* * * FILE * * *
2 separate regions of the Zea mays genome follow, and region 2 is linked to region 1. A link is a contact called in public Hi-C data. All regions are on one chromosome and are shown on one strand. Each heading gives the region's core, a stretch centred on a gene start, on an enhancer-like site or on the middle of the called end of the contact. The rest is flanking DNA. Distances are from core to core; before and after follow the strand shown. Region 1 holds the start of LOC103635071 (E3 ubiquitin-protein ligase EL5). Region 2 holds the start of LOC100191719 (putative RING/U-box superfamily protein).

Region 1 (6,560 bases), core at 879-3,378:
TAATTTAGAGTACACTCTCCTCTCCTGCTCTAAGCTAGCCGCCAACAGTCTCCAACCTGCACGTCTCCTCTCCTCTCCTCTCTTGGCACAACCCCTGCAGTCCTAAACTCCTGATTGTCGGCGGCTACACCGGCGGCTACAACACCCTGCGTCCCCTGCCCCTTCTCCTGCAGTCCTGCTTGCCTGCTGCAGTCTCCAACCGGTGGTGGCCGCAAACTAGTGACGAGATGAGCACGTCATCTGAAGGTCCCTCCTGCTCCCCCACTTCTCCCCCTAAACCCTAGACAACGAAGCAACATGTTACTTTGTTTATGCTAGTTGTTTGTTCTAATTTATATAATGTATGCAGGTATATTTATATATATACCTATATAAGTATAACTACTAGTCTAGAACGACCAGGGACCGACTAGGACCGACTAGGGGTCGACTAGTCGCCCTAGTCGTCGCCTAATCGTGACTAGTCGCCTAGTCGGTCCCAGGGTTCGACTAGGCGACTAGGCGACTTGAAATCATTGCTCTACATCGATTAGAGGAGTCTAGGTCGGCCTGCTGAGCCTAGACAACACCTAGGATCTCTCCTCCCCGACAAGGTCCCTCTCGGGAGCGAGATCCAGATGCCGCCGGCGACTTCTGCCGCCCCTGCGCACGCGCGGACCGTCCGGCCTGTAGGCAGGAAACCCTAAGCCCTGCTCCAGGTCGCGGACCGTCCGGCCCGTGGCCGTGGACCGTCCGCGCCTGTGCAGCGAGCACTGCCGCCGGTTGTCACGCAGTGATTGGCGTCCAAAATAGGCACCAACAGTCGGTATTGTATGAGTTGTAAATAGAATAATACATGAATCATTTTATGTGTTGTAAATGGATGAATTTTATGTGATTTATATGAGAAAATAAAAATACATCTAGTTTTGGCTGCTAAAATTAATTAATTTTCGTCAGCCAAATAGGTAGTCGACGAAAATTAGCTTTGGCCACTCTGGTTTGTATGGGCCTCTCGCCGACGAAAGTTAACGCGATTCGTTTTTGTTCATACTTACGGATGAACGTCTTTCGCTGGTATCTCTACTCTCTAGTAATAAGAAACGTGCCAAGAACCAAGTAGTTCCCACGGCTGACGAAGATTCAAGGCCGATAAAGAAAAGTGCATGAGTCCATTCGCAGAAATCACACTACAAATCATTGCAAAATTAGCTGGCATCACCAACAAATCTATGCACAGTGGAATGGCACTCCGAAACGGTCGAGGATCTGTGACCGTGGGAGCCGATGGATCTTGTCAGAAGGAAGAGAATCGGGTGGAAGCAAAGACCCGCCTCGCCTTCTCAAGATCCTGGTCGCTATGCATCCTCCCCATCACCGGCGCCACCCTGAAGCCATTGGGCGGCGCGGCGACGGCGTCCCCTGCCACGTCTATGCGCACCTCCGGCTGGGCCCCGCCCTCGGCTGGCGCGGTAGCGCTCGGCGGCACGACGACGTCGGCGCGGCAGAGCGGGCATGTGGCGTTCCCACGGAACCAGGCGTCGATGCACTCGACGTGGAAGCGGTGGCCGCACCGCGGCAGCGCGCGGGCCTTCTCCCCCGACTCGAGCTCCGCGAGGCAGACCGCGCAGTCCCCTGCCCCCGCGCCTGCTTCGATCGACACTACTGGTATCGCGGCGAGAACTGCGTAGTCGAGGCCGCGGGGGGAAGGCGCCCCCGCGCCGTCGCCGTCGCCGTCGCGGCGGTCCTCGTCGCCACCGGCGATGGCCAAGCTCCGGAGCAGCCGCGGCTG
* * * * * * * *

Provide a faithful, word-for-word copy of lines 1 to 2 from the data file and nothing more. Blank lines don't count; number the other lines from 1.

2 separate regions of the Zea mays genome follow, and region 2 is linked to region 1. A link is a contact called in public Hi-C data. All regions are on one chromosome and are shown on one strand. Each heading gives the region's core, a stretch centred on a gene start, on an enhancer-like site or on the middle of the called end of the contact. The rest is flanking DNA. Distances are from core to core; before and after follow the strand shown. Region 1 holds the start of LOC103635071 (E3 ubiquitin-protein ligase EL5). Region 2 holds the start of LOC100191719 (putative RING/U-box superfamily protein).

Region 1 (6,560 bases), core at 879-3,378: